A jigger of this, a splash of that… Top chefs often pour wine, beer, or liquor into their culinary creations. Spirits can be a chef’s best friend, adding depths of flavor and richness to dishes both savory and sweet. Alcohol mellows out gaminess or other strong aromas in meats; it acts as a tenderizer; and it also fortifies the flavor of fruits and fresh herbs in dishes.
Yet, cooking with booze need not taste or make one feel “boozy.” Much of the intoxicating alcohol cooks off during prolonged cooking times, and in general a little goes a long way. The main rule is simple: alcohol should enhance, not dominate a dish. If you taste the booze above everything else, then you’ve used too much.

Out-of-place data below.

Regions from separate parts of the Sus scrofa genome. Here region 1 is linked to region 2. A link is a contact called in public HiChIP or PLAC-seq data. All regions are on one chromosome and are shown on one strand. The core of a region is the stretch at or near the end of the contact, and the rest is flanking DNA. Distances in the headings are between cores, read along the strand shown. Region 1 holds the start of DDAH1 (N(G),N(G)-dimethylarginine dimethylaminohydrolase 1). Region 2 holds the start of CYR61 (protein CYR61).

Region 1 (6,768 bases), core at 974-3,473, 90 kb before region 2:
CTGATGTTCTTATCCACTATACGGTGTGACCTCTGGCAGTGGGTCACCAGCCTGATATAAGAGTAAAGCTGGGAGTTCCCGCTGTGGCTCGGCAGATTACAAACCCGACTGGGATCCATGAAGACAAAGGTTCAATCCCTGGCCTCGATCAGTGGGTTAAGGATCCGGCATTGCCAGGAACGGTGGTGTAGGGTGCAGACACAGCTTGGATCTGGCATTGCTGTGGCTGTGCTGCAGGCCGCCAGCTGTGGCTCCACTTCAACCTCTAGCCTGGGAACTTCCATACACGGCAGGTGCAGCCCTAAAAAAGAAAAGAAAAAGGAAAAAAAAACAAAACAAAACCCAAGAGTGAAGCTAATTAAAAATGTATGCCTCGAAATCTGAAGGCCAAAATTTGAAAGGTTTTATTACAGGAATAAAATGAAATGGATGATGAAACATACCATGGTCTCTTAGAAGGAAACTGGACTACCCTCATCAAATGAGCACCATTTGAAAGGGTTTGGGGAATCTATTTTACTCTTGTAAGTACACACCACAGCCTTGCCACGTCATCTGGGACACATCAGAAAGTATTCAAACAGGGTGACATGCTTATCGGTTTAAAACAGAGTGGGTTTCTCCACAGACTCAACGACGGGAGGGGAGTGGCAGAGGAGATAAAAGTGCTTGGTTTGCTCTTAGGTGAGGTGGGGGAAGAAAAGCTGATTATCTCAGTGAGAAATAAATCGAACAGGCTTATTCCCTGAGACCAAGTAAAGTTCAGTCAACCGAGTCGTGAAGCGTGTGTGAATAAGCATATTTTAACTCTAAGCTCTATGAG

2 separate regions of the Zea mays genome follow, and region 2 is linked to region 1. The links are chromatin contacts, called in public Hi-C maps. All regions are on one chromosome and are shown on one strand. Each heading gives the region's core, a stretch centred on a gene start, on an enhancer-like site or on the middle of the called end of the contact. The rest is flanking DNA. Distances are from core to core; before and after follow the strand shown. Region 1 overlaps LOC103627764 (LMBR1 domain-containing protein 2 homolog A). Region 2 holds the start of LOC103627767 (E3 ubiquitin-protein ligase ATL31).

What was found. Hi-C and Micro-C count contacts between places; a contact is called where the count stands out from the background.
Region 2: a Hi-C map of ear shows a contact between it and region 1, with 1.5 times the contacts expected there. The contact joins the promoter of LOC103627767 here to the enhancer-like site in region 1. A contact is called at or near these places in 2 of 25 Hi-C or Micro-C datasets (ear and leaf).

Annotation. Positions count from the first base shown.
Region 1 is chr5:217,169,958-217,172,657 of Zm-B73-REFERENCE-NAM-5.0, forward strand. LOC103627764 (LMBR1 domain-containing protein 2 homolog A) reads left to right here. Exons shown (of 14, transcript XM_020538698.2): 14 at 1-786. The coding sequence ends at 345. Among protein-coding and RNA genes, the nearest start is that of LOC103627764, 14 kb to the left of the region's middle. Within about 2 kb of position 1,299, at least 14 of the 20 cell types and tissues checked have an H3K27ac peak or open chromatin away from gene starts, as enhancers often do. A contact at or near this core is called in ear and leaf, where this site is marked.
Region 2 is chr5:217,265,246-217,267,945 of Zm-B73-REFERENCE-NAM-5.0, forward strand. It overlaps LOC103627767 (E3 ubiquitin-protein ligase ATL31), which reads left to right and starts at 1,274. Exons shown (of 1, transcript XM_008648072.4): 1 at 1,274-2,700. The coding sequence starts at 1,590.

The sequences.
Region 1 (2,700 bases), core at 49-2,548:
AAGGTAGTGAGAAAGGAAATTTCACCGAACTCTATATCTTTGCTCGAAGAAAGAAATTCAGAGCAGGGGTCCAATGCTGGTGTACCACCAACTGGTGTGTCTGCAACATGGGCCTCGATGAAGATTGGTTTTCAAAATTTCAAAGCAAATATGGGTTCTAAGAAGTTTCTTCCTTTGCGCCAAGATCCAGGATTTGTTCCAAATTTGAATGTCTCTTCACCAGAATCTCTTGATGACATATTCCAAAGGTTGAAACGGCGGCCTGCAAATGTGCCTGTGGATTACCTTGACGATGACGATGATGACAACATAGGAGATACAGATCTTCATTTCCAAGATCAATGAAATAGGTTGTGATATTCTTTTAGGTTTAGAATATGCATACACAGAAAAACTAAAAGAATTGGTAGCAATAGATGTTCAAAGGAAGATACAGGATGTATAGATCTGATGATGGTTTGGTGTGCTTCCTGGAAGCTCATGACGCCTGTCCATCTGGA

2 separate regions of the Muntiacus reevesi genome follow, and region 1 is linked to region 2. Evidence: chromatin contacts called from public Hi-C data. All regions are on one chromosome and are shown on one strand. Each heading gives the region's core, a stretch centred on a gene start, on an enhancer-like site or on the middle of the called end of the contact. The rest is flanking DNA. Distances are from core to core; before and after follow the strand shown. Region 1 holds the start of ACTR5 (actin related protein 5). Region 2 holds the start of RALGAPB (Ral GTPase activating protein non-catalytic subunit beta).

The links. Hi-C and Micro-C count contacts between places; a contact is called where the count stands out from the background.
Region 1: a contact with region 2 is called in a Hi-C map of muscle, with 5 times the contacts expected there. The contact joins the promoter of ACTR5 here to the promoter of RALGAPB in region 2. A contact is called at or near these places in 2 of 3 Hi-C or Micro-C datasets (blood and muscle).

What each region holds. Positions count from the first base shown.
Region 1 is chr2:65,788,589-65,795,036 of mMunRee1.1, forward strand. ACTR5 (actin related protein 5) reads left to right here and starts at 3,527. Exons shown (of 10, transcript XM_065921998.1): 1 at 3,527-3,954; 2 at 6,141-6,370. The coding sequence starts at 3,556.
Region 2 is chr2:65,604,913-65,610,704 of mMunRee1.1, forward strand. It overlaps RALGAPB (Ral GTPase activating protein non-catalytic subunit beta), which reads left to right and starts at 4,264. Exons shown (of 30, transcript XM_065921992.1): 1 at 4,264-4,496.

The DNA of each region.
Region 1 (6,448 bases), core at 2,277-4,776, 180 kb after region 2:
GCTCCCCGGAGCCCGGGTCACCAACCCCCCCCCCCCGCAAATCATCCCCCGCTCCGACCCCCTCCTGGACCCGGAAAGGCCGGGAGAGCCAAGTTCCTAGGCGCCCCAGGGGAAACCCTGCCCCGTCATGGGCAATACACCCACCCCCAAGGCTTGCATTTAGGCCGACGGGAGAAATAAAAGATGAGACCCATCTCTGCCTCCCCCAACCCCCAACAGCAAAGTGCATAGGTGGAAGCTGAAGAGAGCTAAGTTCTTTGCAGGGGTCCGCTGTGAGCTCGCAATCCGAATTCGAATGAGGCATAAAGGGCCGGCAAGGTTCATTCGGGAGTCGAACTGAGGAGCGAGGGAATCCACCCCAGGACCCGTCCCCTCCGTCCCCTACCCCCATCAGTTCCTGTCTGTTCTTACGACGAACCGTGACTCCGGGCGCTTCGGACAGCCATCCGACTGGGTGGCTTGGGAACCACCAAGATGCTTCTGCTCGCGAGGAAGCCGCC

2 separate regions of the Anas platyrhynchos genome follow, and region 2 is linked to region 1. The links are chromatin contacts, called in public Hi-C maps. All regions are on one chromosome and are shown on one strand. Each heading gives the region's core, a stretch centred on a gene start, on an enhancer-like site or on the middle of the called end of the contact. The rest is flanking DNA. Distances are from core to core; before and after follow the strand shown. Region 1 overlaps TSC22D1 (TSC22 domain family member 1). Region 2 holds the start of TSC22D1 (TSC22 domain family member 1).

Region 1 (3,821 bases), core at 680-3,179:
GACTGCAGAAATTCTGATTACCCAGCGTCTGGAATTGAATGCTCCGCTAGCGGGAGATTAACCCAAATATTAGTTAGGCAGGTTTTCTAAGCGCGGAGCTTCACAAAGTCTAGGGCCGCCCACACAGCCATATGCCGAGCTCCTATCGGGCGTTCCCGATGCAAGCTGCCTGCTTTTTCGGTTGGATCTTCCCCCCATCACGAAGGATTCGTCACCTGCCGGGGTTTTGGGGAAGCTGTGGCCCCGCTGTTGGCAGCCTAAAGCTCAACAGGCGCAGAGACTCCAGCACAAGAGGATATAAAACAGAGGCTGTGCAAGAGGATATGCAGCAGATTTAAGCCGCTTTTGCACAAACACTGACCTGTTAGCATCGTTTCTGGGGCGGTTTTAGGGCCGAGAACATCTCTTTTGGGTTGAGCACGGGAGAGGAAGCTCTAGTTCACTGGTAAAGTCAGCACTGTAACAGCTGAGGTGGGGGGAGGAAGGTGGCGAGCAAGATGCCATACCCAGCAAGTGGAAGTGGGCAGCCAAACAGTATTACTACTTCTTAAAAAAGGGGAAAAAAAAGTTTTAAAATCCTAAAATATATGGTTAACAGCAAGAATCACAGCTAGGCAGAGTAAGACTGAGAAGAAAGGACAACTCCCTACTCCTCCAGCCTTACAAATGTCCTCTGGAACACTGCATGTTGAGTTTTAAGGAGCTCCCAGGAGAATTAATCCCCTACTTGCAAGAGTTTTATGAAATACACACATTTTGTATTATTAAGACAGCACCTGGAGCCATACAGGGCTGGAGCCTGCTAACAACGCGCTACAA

Learning to cook with the Northwest’s wealth of liquid assets is not difficult, but it is an intuitive process that can intimidate home chefs. As with any culinary skill, there are a few tips that can guide home chefs and help them tipple like the pros.
From the September/October 2009 issue of Northwest Palate magazine
By Ashley Gartland and Lizzy Caston
Photos by David Lanthan Reamer